DP: Did you rehearse in the same place you shot the film?
PM: We rehearsed and filmed at a former juvenile detention center [in Whittier, Ca.] that looked almost exactly like Guantanamo. We did this because sometimes you get surprised when you move from one location to another.  At the prison we rehearsed for two or three days with closed doors.  We wanted to determine what we could hear if the doors were closed between us.  I didn’t have much space and Kristen didn’t have much space so there weren’t so many things we could do.
DP: Even during, I imagine you sat close to each other?
PM: We found some rooms and we tried to stay very close, to get used to the small space.  I wanted to watch Kristen very closely to make sure nothing was exaggerated. When you are close, you use your eyes to see all parts of a face.  There’s big meaning in how the eyes go up or down or to the sides. We asked Peter to watch these things through the camera lens during the final days of rehearsal.
DP: Were you told you would watch dailies?
PM: I never developed the habit of seeing dailies, but for this film we had to do it because of the close shots.  We needed to see when we moved our eyes how big the movement was.   When I made my own film I didn’t let any of the actors watch dailies. And the result was good.  But after this experience, when I make another film I will definitely show some dailies and rushes to my actors.
DP: What were those last days of preproduction like?
PM:  In the mornings we rehearsed or did a table reading and then we were through as actors.  Peter was going to the set to make sure everything was ready and I would go with him whenever I had a chance. He was working on other things and I had nothing else to do, so I asked him, “Can I stay in the prison by myself.”  One cell was ready and I decided to go inside and stay there for hours.  He said, “Yes, but do you want me to leave the door open?’  I said, “No, close the door.”  Peter said, “We’ll be working over there, so whenever you want to come out let us know.” I stayed in there over a few days and it was very helpful.  Peter also asked Kristen to walk around the hallway outside the cells and she would do it for hours, as Cole would.  It helped me a lot, knowing she was outside.  I was in a very small room, all Ali has in this world.  There were no other tools I had as an actor, but no matter how small the room was you find a variety of things around you.
There was just a small window looking out into the hall, so if I moved my head to the left or right while filming, I was out of the frame. So I’m in there thinking, what can I do?  If I go to the back of the cell and shout it sounds low but if I walk toward the door shouting it’s totally different.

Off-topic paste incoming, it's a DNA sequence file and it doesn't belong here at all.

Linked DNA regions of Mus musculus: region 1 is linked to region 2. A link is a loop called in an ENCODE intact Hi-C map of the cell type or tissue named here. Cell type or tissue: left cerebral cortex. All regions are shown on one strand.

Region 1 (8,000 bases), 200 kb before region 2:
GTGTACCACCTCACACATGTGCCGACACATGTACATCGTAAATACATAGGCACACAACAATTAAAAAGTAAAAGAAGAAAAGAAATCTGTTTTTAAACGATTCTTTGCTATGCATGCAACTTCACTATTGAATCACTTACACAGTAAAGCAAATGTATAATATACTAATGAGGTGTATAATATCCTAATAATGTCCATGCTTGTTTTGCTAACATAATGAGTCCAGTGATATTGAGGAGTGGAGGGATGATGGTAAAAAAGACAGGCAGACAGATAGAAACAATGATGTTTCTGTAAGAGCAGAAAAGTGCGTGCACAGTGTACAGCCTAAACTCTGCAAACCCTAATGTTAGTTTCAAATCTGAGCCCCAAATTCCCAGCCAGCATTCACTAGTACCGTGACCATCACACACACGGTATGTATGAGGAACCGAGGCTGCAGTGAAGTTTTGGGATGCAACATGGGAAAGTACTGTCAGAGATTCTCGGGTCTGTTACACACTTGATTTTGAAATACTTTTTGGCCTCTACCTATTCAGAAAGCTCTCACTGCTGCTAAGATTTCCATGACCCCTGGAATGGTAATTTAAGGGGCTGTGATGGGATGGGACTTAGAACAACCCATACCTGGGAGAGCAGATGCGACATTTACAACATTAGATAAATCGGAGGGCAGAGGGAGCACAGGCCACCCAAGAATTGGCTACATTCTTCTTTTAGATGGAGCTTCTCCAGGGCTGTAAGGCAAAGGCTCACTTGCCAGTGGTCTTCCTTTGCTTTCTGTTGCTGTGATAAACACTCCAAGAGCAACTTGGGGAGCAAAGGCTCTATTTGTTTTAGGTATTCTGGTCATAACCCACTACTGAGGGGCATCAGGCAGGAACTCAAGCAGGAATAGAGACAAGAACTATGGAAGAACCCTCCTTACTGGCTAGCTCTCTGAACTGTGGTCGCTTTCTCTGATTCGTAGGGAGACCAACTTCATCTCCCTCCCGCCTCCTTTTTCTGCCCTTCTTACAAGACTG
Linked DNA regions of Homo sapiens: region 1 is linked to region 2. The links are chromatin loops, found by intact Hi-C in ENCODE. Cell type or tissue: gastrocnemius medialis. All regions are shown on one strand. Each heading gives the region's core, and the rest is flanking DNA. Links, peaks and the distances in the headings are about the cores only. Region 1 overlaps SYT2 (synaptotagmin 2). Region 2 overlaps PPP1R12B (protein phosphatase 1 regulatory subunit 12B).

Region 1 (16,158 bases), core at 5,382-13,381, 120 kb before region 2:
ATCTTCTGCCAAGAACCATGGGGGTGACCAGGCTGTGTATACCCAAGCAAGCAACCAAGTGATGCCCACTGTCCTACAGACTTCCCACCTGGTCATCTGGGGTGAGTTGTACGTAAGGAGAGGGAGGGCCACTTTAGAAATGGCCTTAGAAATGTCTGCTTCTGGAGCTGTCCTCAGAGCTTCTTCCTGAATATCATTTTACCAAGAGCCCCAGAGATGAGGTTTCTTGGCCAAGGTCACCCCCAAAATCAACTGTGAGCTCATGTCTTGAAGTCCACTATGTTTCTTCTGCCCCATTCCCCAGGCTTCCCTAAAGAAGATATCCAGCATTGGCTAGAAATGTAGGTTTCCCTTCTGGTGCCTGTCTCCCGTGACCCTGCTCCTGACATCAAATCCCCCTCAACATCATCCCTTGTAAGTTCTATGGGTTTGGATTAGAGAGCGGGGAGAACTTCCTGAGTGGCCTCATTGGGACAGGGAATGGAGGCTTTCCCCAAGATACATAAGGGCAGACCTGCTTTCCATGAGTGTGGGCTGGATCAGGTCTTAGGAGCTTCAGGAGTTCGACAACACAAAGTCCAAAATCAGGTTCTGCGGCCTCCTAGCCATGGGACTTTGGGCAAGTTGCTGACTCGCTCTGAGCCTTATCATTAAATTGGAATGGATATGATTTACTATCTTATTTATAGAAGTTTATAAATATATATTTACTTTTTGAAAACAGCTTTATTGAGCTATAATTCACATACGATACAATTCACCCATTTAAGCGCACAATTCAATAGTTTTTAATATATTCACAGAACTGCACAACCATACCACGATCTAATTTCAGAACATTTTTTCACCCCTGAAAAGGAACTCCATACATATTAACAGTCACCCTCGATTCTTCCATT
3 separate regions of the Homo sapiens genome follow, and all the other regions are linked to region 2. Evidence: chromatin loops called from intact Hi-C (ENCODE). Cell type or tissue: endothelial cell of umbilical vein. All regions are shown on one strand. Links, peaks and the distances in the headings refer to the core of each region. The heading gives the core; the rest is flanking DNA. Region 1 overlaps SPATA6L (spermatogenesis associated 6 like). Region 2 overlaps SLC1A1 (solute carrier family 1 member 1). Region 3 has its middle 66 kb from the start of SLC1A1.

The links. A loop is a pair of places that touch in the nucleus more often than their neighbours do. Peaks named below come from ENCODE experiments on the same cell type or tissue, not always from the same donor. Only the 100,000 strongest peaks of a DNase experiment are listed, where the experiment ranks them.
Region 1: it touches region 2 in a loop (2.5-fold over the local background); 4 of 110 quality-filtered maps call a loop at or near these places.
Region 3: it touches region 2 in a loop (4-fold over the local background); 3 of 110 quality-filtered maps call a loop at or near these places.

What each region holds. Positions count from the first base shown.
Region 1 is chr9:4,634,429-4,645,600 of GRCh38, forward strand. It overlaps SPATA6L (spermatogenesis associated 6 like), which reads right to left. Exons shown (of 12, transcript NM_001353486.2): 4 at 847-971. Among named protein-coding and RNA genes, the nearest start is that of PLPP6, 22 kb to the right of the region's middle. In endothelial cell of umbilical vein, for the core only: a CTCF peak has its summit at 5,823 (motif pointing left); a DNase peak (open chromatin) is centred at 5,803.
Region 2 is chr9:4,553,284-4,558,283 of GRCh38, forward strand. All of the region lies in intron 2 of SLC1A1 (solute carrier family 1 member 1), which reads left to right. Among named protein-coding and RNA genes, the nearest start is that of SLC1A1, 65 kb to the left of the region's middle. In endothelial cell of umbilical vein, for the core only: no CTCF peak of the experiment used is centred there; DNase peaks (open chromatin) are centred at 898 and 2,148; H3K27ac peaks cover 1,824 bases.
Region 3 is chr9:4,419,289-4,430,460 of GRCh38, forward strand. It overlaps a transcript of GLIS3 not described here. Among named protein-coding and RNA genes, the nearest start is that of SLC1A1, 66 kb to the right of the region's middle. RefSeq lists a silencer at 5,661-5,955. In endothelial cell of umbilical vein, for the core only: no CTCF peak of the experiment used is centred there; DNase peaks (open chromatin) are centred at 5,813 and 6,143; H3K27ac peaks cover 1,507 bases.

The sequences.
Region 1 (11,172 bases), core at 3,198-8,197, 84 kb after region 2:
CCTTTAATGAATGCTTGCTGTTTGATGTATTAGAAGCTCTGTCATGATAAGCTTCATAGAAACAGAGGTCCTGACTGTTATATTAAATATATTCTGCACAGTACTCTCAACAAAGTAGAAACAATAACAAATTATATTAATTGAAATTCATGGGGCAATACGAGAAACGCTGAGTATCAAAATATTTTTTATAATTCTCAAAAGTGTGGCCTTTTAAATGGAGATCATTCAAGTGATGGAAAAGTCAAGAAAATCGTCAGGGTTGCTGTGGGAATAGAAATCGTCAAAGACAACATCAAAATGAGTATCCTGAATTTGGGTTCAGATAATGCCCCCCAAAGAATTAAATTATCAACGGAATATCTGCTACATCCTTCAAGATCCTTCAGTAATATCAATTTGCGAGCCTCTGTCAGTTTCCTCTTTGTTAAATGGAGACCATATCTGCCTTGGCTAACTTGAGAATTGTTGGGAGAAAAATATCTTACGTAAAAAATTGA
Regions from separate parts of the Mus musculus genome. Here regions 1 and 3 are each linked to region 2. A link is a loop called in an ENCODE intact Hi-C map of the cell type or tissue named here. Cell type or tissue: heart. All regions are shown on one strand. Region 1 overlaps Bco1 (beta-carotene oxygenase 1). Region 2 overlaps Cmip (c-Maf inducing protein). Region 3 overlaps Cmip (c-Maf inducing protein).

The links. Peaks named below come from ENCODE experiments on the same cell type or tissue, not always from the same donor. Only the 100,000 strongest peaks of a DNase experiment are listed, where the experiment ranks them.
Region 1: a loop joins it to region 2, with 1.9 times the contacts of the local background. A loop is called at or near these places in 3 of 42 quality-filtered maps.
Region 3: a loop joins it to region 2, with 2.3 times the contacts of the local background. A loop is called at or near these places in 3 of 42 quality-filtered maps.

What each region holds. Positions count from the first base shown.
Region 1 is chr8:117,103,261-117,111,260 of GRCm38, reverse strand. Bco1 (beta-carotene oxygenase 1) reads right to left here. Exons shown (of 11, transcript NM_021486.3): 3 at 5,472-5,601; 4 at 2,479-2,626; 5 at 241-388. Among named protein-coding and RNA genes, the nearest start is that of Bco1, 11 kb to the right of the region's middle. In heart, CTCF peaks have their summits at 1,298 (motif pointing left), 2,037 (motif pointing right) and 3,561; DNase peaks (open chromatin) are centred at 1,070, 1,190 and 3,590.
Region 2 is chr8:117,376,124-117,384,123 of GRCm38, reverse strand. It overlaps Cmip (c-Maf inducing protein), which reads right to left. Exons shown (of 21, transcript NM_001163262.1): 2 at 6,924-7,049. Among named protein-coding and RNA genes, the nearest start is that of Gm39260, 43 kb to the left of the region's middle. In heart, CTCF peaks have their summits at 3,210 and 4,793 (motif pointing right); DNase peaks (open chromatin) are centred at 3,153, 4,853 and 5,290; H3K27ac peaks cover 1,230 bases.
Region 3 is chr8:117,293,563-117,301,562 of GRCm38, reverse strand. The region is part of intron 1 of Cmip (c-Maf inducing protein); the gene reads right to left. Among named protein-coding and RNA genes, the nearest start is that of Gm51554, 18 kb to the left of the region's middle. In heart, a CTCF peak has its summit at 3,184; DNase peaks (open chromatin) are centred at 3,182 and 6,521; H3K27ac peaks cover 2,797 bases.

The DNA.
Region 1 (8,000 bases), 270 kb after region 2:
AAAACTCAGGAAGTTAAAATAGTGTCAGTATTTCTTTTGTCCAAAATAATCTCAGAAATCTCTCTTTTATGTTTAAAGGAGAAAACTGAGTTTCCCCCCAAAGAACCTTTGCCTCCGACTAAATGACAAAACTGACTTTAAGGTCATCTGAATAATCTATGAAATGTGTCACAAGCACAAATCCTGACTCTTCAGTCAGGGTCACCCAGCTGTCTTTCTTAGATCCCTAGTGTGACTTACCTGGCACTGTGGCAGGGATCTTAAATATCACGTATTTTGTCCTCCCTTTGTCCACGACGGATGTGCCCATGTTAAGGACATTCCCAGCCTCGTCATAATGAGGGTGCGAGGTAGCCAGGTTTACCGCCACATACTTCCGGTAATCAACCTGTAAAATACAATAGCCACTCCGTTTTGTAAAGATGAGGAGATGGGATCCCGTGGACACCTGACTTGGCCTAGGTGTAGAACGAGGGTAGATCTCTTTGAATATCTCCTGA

DP: But while you were trying to get into Ali’s character are you thinking always that he’s someone who can’t leave? Are you asking how does he exist? and how does he not go crazy other than by refusing to do so?  And are you also thinking how heartbreaking his life is?
PM: Yes, yes!  I was thinking of that and many other things.  Ali is surely thinking, Where is my country?  Where is my family? Where are my friends?   He’s thinking of his mom: they grabbed me and took me away and she hasn’t heard of her son for eight years.  They’re probably searching for me.  What is in the news about me?  Does everyone in my neighborhood now think I’m a terrorist?  Sometimes you get suspicious about yourself–what if I was a terrorist and did something I don’t remember?  If I admit I did something and said, “I did it, hang me please,” it would be end of story.  Those are things I thought he’d be thinking.
DP: Ali tells Cole he is from Germany.
PM: Ali is Tunisian, but was raised in Germany.
DP: In the opening, Ali is taken prisoner in his apartment.  He had just emptied a bag of what looks to be cellphones, not weapons.
PM: That’s what they are.  Perhaps he was regarded as suspicious because of that.  I read how Americans pay money for leads to terrorists, so that means somebody can accuse anyone of being a terrorist and the Americans will pay him $5,000. So the situation is risky when you are, for example, buying cellphones.
DP: This movie makes us think that it doesn’t matter if he did anything or not, but that he should receive due process and be treated humanely.
PM: Exactly. We are not saying whether he’s guilty or not.  There are guilty people in Guantanomo who were caught doing terrorist acts and they deserve punishment–but punish them already, don’t just keep them there without judgment or being subject to the Geneva Convention [just because they're called detainees, rather than prisoners].  Give them life in prison, even hang them but keeping them there is bad for not just the “detainees” but for the US government.  The people of America don’t want this!  They just can’t close it.
DP: It will surprise many people to see Kristen Stewart starring in a low-budget film against the inhumane treatment of Muslims at Guantanamo Bay. Do you think it is important that Cole is a female, to contrast her even more with Ali?
PM: It makes it more interesting.  I think it separates them more.  Cole could be a male and I think Peter wrote that character as a male.  I like that it’s a female and man and their relationship isn’t sexual.  It’s not about opposites attracting.  Before we were shooting we received a book two-inches thick, DVDs, photos, and links for Internet research.  I saw documentaries on Guatanamo and trials with lawyers talking about the prison and the issues.  I spent hours doing research and saw that the movie is very precise and correct about everything.  Everything in the movie is similar to how it really is in Guantanamo Bay.  And there are female guards.